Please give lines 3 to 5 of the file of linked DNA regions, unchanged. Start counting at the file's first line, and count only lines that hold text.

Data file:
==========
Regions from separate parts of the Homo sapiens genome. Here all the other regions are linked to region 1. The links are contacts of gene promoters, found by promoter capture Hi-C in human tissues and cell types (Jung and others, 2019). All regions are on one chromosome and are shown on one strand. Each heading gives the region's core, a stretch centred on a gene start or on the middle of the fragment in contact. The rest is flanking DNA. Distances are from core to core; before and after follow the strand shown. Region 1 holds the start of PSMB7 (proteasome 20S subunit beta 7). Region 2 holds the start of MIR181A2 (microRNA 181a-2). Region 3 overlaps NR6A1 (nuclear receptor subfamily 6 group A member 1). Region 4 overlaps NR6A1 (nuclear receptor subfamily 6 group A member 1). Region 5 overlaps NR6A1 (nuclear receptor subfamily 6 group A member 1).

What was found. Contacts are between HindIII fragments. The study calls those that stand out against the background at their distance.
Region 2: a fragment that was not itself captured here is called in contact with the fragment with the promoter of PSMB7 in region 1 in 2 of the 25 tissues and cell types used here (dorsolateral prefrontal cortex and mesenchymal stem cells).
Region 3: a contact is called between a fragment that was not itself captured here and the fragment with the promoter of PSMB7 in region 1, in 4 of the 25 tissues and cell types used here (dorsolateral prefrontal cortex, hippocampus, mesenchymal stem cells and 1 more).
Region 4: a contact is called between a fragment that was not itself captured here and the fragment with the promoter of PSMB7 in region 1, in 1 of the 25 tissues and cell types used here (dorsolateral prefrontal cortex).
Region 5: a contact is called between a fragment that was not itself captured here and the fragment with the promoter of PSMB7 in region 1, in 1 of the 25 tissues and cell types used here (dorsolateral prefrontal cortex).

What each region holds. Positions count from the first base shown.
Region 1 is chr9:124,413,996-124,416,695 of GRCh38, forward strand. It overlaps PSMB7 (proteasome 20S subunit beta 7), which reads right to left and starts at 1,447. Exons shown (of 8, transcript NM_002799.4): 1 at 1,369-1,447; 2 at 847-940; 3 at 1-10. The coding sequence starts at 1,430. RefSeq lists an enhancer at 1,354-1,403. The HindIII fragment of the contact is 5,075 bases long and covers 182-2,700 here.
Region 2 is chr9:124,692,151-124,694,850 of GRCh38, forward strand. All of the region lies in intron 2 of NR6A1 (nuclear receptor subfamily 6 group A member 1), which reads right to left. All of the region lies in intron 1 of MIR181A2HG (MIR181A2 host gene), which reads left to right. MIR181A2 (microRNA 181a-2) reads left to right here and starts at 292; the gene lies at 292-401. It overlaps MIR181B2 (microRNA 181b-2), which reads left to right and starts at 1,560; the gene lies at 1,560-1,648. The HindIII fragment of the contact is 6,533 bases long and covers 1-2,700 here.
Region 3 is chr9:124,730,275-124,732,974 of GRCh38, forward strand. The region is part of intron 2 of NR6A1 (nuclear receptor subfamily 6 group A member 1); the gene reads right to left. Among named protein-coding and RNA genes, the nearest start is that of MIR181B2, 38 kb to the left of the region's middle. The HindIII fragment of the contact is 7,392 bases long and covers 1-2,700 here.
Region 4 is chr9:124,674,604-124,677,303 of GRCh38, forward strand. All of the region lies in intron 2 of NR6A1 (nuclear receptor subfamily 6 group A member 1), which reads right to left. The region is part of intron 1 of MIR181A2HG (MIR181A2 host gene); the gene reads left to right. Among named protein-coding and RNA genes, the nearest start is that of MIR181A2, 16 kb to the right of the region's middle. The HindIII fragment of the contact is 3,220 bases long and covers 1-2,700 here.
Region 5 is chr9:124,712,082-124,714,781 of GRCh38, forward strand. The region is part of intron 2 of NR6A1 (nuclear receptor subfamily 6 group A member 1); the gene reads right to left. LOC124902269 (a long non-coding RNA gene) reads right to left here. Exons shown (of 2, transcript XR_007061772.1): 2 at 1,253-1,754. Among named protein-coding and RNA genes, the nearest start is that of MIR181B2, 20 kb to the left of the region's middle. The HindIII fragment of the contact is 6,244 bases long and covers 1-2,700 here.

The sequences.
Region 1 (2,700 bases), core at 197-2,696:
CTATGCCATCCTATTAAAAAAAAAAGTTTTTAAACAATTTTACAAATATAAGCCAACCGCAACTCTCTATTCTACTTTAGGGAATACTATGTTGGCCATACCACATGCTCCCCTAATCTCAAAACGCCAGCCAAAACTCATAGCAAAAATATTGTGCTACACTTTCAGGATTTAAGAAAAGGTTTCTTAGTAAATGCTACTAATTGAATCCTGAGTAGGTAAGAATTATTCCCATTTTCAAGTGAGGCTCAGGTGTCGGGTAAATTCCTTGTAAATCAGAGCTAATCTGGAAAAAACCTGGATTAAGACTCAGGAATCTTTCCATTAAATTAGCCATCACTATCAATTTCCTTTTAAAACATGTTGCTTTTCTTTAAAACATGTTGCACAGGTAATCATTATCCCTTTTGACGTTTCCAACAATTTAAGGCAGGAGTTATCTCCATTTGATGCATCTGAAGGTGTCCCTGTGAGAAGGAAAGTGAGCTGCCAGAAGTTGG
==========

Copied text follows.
Region 2: a fragment that was not itself captured here is called in contact with the fragment with the promoter of PSMB7 in region 1 in 2 of the 25 tissues and cell types used here (dorsolateral prefrontal cortex and mesenchymal stem cells).
Region 3: a contact is called between a fragment that was not itself captured here and the fragment with the promoter of PSMB7 in region 1, in 4 of the 25 tissues and cell types used here (dorsolateral prefrontal cortex, hippocampus, mesenchymal stem cells and 1 more).
Region 4: a contact is called between a fragment that was not itself captured here and the fragment with the promoter of PSMB7 in region 1, in 1 of the 25 tissues and cell types used here (dorsolateral prefrontal cortex).